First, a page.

For a large part of my life, I had only used cameras for typical family and travel snap shots. A time did come when my wife wanted us to get a "better" camera. I actually argued with her energetically for some time over it because I didn’t see the sense of spending that much money. Ultimately, she prevailed, and we got a nice DSLR. Within a few months after we bought it, I actually picked the thing up and started to mess around with it – see what it could do. It interested me, and suddenly I was fascinated with super rapid shutter actions and slow exposures and just began to test this contraption at the extremes of its ability.
We have always spent a great deal of our spare time in Moab and the canyon desert. I found myself up early one morning looking at the vivid Milky Way on a clear night, and I wondered if the camera would be able to capture an image. I fiddled with it for quite a while, failing every attempt. Finally I set the ISO much higher than I thought was reasonable and the exposure time to 30 seconds or above, and lo and behold, it actually had captured a reasonable image of the Milky Way! Actually, the image was quite terrible—full of noise, grainy, and unclear, but I didn’t care at the time. I was hooked. I thereafter spent a lot of free time running around in the desert capturing similar images and improving my technique and equipment and understanding of the physics involved in the whole process. Since then, my photography has expanded into many realms, and I enjoy trying to capture fleeting moments of nature and rare locations whenever I can.
The fairly simple message that I always try to share that is central to my enjoyment and satisfaction with photography basically is this:
1. I’m mightly glad for a chance to be alive. It’s a mighty good gig for the most part, and I’m grateful for the chance!
2. I marvel at how much beauty surrounds us and fills our existence both inside and out when (and if) we take time to really notice it. It's almost as if we were designed to appreciate it and then were placed in a giant garden full of beauty and wonder. It seems…purposeful! We all know how good it feels to be in—and spend time adoring—the natural beauty that fills our existence, both inside and out. I marvel at how much beauty exists in each and every person. A universe exists in all of us—how can we mistreat each other when we are all so special?
3. It follows, then, that as photographers we directly exercise the act of adoring this beauty and capturing it in an attempt to share what we thought was special. It is a good thing we do when this happens, and it feels good—especially when the circuit is completed and some special moment that moved the photographer is actually conveyed to some other soul and reaches into their heart and mind and moves them, too. What a meaningful achievement and form of communication this is!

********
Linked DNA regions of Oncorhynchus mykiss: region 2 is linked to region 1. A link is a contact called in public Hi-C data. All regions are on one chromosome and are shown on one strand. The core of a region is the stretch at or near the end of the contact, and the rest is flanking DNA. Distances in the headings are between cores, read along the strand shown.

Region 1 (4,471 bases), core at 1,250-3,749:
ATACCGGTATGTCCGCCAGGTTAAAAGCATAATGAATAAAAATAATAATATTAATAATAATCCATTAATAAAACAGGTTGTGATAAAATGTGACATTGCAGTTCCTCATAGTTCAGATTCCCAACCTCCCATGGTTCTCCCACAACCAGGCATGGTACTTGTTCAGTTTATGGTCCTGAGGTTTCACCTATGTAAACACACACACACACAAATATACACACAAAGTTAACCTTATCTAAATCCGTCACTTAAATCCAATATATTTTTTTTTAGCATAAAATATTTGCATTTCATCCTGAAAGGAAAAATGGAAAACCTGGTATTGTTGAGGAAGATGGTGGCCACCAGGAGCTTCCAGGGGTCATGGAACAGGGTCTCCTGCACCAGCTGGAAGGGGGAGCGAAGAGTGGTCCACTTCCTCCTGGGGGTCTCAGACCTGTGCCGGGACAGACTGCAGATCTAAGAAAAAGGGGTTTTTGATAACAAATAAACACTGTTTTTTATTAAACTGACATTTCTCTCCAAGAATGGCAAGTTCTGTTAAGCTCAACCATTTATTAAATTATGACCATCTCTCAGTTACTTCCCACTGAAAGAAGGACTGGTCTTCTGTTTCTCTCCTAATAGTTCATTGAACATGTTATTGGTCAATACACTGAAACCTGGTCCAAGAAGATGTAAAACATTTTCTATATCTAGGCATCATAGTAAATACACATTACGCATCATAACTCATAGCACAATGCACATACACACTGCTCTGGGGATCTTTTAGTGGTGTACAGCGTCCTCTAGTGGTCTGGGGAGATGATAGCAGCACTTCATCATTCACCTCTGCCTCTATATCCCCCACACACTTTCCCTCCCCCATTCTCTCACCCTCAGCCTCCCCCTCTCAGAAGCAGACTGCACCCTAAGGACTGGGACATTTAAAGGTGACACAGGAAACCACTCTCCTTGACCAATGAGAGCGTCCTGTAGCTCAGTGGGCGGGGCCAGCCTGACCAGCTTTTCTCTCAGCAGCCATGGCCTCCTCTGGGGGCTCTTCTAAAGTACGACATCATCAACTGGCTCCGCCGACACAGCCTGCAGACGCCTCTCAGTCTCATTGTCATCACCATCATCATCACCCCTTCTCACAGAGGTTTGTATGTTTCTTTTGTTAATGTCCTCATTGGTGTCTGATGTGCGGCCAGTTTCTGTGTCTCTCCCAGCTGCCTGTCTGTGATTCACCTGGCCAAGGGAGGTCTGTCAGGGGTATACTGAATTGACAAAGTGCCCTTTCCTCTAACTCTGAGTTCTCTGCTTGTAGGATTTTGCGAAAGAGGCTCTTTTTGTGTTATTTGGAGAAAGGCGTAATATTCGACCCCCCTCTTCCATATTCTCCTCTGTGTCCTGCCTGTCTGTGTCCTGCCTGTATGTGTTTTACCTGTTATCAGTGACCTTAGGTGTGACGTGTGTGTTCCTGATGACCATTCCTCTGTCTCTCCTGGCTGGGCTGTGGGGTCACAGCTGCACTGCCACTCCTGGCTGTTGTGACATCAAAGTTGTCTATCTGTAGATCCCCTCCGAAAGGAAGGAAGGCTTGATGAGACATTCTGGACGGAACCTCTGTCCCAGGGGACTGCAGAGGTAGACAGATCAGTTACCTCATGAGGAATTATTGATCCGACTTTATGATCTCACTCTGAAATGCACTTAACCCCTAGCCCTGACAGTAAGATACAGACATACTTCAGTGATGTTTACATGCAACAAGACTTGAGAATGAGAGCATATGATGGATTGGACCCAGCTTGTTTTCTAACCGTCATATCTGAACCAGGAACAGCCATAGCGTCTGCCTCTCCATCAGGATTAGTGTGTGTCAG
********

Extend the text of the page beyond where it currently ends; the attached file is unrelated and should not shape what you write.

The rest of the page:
I think for someone who is just becoming interested in photography, they should not worry too much about whether they’ve yet figured out how to master each and every camera control and obtain or remove bokeh and depth of field etc., etc. That will come in good time with only some study and practice. The important thing is to realize that photography is such a venue of self expression—to describe and convey what you thought was so cool or so beautiful or dramatic and attempt to share that with another person. It is a precious endeavor and much more meaningful than folks may initially understand.
The photographer's heart and mind are joined with the image and expressed to others. I hope they would always realize the technical aspects will come with time. It's their own heart that they must learn to hear and listen to. It's not always easy! That voice is not always loud. In fact, I believe that so many epic shots are often found (or missed) with the quietest voice inside a photographer saying something like "Hey, look at that. That’s pretty cool. I wonder if I should pull over and actually get all my gear set up and try to capture that." Most often, it's "nahhh sheesh, I’m in a hurry, and it's inconvenient." A lot of epic shots beckon to you at inconvenient times eh?
I suppose I might mention that if you’d like to shoot some night shots of stars and maybe even the galaxy and really don’t know how to begin, then a good place to start is here:
- Wide, wide angle lens at f/2.8
- ISO 1600 or higher (if you want galaxy)
- ~ 30 seconds (but not too much longer unless you want star trails)
- Moonless night
- The higher the elevation the better
- tripod required
- full-frame sensor helps a ton, but not necessarily required.
There’s a lot of wonder and beauty out there—enough for all of our expressions—so go get 'em!
I want to thank pictureline for the role they support so well in helping us along in these endeavors! I just love spending time in their store and browsing and wishing and dreaming and buying! I always learn something from just wandering through the store, and I really like the people there. They’re always so genuine! We’re fortunate to have Pictureline in our community!